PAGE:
Ideas to Inspire you Writing

Look through the newspaper for a particularly interesting line like "It was a day like any other for Joe Everyman..." Ponder it for a moment, bend it around in your mind and explore the possible places a line like this could go... then write one of them.

Write down the basic elements of a whodunnit murder mystery– the name of a guilty person (i.e. Miss Scarlet, Colonel Mustard, etc.) the object they've committed the murder with (i.e. a candlestick, etc.) and the place where it was done. (i.e. in the conservatory.) Make each element as random as possible (i.e. Bob Dole with an overfed goat in the Soyuz module) and then write a story that ties it all together. Feel free to make it more fun than believable!

Interesting things happen when different cultures come into contact for the first time. Sometimes contact is peaceful, and sometimes it brings disease, war, famine, or other dire concequences. Envision two distinctly different cultures, then write a story where they meet!

Type two random and seemingly unrelated words into a google image search (like uncle fuzz) and look through the images that come up. Prepare to be surprised, and if you're under 18 or easily offended, make sure the family filter is on. Now, find an image that strikes you, then write a story around it.

Politicians are masters of spinning sentences of ambiguous commitment that ultimately mean nothing. Look through the speeches of one or two that have had something to hide or get excited about lately and pick apart their words. Find a particularly vague sentence or one teeming with doublespeak and then use it as the backbone of a story.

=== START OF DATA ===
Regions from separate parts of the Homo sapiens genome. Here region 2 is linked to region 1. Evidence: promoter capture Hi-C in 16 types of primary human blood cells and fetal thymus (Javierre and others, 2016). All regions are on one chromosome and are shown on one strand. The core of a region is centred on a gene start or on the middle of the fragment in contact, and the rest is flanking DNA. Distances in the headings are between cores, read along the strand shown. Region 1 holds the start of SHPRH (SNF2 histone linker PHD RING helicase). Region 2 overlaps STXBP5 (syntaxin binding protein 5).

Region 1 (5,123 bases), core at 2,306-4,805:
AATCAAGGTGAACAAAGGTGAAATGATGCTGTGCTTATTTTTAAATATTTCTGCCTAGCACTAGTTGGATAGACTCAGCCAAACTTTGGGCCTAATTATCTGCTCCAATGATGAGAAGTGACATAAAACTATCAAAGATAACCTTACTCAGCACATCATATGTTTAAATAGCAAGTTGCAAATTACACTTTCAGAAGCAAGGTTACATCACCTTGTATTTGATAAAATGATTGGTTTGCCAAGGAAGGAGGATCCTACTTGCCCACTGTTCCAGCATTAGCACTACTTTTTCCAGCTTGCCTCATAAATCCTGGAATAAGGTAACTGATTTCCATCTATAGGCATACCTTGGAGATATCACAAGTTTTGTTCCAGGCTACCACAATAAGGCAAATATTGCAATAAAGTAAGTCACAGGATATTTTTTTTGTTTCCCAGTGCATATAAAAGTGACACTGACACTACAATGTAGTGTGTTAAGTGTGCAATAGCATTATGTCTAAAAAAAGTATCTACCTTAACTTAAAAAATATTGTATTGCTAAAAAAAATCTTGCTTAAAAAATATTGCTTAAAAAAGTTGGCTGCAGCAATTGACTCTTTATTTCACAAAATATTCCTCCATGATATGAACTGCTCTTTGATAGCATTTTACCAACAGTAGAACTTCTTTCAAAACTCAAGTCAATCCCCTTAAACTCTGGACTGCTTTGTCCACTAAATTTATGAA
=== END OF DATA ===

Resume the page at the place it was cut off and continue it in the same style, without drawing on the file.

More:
Take a famous line from a famous piece of literature and run it through several different languages on an online translator (like Altavista's Babelfish) with Korean or Chinese as the last language, and then translate it back to English. Look at what comes out, consider the new meanings hidden within it, and then build a story around it.

Walk through an unfamiliar aisle of the grocery store or visit an ethnic grocery (Indian, Chinese, Mexican, etc.) and look for a product (or several products) that leap out at you as either strange, neat, frightening or wonderful. Now, use that image as the key motivator or focus for a story. Maybe people are passing the product back and forth while they talk. Experiment, try new things!

Write a story where a character is faced with a decision that is very difficult for him or her to make. This is no ordinary decision– it's hard to make, and it needs to be made soon. The stakes should be high (or maybe just need to seem high to the character) and you can even go so far as action if you want. Whatever happens, more focus on the tension of the decision than on something else (like people's looks or action-packed shoot-em-up scenes.)

People act differently on camera. Write a story from the perspective of someone watching a film where another person reveals a secret that is shocking or frightening. Try to capture the mood of being afraid or angry or reluctant to put the secret into words, make the character in the video real, make them believable.

Relationships are full of games, especially when the people in them are young or the connections that have been forged are superficial. Write a story where relationship games are being played between the two people who make up an otherwise loving couple. Put in action, make it real, scream and smash some things. Make it exciting, and let the ending determine on its own where it will go.

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Ideas to Inspire you Writing